Can bicycling be a positive experience if it is based on fear? This blogger says NO! See how one prairie town on-line writer views things. Former Mayor Pete Connor of Owatonna Minnesota wrote, in May 2011, his affection for bicycling, in a missive called Bike-ling. The word is his grandaughters way of saying bicycling. Mr. Connor has written a play by play of his cycling observations for National Ding -a- ling Bike Month. Now, we are coming from two very different places but I’d like to think it is easier to share similarities than differences. I agree with Mr. Connor that using a bike for in town travel get’s us out of our cars. It is the fear and insane rules that I don’t agree with Mr. Connor. Here is a sprinking of adjectives employed in this fear based article. Absolutely essential, terrifying experience, alarming, closing in be-hind, regulations, inconvienent, must be observed, less than desirable, traps for bike tires, dearly needs….etc. Please read for yourself.
cycling can be a terrifying experience, especially for the rider who is ill-prepared and unaware. Everything in life takes a bit of preparation. If you can boil an egg then you can ride a bike. But biking is more than just following recipes. Its about creativity and ingredients. Good times, good places are just like good herbs and good produce. What happens to the uninitiated rider as fear creeps into their conciousness is they never get the momentum to become regular bike riders. Because they don’t have the perfect recipe of gloves, mirrors, helmets,shorts etc. they demure into fear. I’ve posted recently about small town perceptions and the fear of “what will the neighbors think?” The other side of the fear coin is what will other bicyclist think. Who Cares? Period. Both sides of this coin are concepts of an autocentric society. Fear big cars and trucks so keep your skinny A$$ bike off the street. Be your own expert Owatonna. You all live in a town surrounded by corn fields in four directions for miles upon miles. What is the problem with hopping on a single speed and going down to the store carrying your day-pack on your back for a lousy gallon of milk? What is keeping you from heading to Target on your bike? On Google Maps the town looks like an hour glass. Mostly a grid and framed by interstate 35W and secondary roads.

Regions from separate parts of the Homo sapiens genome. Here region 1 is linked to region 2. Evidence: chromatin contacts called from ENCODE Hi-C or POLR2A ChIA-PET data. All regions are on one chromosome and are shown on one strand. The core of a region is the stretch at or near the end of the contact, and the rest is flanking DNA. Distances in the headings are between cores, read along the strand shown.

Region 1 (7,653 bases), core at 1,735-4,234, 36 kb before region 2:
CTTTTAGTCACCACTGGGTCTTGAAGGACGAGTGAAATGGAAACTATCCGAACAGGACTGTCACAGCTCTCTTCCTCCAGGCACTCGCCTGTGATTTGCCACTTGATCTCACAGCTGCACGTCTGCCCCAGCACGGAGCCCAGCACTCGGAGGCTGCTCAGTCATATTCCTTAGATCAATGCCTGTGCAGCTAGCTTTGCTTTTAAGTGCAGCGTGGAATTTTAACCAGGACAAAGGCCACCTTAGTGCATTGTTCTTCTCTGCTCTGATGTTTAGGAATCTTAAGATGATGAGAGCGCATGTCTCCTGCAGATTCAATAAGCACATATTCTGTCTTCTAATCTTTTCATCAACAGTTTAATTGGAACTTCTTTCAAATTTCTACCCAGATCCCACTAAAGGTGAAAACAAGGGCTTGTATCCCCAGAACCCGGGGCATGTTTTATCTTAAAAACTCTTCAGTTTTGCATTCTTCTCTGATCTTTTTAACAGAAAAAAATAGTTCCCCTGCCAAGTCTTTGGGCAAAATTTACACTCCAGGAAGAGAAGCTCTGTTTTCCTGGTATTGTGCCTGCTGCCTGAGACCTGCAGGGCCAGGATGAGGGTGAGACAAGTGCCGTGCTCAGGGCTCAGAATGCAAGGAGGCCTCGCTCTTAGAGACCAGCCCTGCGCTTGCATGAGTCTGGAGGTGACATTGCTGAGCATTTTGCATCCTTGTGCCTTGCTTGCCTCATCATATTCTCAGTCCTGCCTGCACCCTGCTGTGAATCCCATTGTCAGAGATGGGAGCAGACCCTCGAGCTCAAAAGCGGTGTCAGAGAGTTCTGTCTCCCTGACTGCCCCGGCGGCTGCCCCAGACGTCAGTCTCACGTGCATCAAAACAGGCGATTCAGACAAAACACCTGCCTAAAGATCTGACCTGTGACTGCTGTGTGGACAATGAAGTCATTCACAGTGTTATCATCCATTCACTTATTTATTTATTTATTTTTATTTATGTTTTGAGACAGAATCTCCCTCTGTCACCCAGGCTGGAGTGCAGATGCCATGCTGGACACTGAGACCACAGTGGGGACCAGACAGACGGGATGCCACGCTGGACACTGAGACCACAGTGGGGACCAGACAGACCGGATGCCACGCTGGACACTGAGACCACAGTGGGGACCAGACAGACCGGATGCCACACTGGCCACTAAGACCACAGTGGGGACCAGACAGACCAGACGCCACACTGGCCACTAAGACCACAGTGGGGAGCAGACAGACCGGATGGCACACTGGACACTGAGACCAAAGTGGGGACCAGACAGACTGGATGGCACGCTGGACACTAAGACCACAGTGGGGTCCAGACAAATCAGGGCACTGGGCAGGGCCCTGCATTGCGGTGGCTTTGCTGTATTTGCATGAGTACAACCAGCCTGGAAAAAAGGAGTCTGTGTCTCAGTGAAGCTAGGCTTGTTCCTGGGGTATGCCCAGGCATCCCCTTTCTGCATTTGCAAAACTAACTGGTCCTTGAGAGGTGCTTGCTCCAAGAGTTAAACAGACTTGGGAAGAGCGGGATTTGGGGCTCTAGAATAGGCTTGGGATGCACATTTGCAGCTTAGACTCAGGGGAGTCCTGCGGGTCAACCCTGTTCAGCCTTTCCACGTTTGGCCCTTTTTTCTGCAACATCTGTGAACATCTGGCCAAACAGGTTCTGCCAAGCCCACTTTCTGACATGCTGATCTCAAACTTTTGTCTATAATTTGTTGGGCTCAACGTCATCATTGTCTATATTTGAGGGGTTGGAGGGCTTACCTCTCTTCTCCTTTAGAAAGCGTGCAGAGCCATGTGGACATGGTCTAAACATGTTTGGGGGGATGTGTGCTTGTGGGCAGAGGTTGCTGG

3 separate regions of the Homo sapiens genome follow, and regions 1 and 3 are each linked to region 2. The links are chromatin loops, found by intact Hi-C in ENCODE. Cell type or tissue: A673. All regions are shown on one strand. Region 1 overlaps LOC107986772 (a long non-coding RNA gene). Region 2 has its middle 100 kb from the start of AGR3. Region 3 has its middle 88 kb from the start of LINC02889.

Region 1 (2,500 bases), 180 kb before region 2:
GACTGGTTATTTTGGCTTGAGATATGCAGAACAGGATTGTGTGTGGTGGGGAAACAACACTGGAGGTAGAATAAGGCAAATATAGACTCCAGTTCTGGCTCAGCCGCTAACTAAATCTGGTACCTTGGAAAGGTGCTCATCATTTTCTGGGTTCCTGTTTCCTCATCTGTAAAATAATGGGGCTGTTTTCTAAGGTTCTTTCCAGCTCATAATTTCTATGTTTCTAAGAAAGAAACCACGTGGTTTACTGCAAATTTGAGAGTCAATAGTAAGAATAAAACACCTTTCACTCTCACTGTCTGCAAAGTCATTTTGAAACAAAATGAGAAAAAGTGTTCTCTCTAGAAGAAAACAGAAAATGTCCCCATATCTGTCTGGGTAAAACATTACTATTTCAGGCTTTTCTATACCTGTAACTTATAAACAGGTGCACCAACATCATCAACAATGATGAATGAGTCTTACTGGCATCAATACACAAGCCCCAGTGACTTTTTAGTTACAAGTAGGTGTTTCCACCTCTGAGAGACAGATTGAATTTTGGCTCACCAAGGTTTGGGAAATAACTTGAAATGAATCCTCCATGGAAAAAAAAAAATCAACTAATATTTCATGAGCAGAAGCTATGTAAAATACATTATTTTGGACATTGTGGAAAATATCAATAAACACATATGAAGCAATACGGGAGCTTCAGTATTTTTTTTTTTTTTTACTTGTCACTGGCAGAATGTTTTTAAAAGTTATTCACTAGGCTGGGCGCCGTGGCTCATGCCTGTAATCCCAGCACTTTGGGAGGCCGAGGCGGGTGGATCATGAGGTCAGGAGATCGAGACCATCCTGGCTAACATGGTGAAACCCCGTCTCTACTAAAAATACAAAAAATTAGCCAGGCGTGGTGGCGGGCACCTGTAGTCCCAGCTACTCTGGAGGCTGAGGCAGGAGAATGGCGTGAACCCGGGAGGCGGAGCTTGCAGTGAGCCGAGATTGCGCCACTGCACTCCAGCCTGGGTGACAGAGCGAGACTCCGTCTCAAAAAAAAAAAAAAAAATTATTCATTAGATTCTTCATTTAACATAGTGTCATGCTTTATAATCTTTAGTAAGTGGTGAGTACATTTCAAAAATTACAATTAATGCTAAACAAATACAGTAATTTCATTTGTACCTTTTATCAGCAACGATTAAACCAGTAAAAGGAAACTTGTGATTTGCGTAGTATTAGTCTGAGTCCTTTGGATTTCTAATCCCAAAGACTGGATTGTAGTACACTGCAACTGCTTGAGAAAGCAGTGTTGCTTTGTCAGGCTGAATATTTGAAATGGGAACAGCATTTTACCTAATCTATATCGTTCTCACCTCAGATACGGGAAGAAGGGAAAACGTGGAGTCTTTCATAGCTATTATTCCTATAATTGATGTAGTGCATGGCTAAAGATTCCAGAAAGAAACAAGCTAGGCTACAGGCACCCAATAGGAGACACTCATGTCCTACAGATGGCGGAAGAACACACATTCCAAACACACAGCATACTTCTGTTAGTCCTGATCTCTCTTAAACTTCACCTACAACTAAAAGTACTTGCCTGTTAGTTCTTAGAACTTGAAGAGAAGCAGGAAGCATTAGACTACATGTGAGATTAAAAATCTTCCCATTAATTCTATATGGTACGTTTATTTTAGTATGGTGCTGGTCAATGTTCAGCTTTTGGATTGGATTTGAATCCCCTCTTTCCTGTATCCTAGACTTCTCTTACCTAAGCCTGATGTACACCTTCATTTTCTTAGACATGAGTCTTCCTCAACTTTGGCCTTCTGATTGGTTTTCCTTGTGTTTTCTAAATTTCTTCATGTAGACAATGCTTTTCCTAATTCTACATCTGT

no one wearing a helmet is alarming. Mayor Connor, we live in Minnesota where motorcyclist have no helmet law. Australia has just about killed biking with their helmet laws. Helmets are a personal choice. It’s not like we were born that way.
if vehicles are closing-in from behind. I don’t recommend a mirror. Use your senses. Ears, so listen up and turn your head. If you are so old and deaf that this is unsafe behavior then it’s time to get off the bike and start brisk walking.
Regulations: Cyclists, as most people know, must follow the same traffic rules as motorized vehicles. Inconvenient as it may be, stop signs must be observed. Mr. Connor, I hope it is a cold day in HELL before I have to obey stop signs. Bike riding is not anything like a car. The more a bike rider is used to not stopping the more enjoyable the ride. Remember this is a small town. The real problem I bet is there are very few bicylist in Owatonna and automobiles are the choice method for running all over this small community. When if ever people start riding in Owatonna in mass then the streets will have a natural flow. Stop signs impede the flow. More bikes and less stop signs. Until then keep 100 percent aware and don’t be in a hurry.
Urban bike riding has general guidelines. If there are rules they were meant to be broken. Theo nly one responsible for your own preservation on the road is you. From there on you are pretty much on your own. Like we used to say in the 70’s “Keep on Truckin”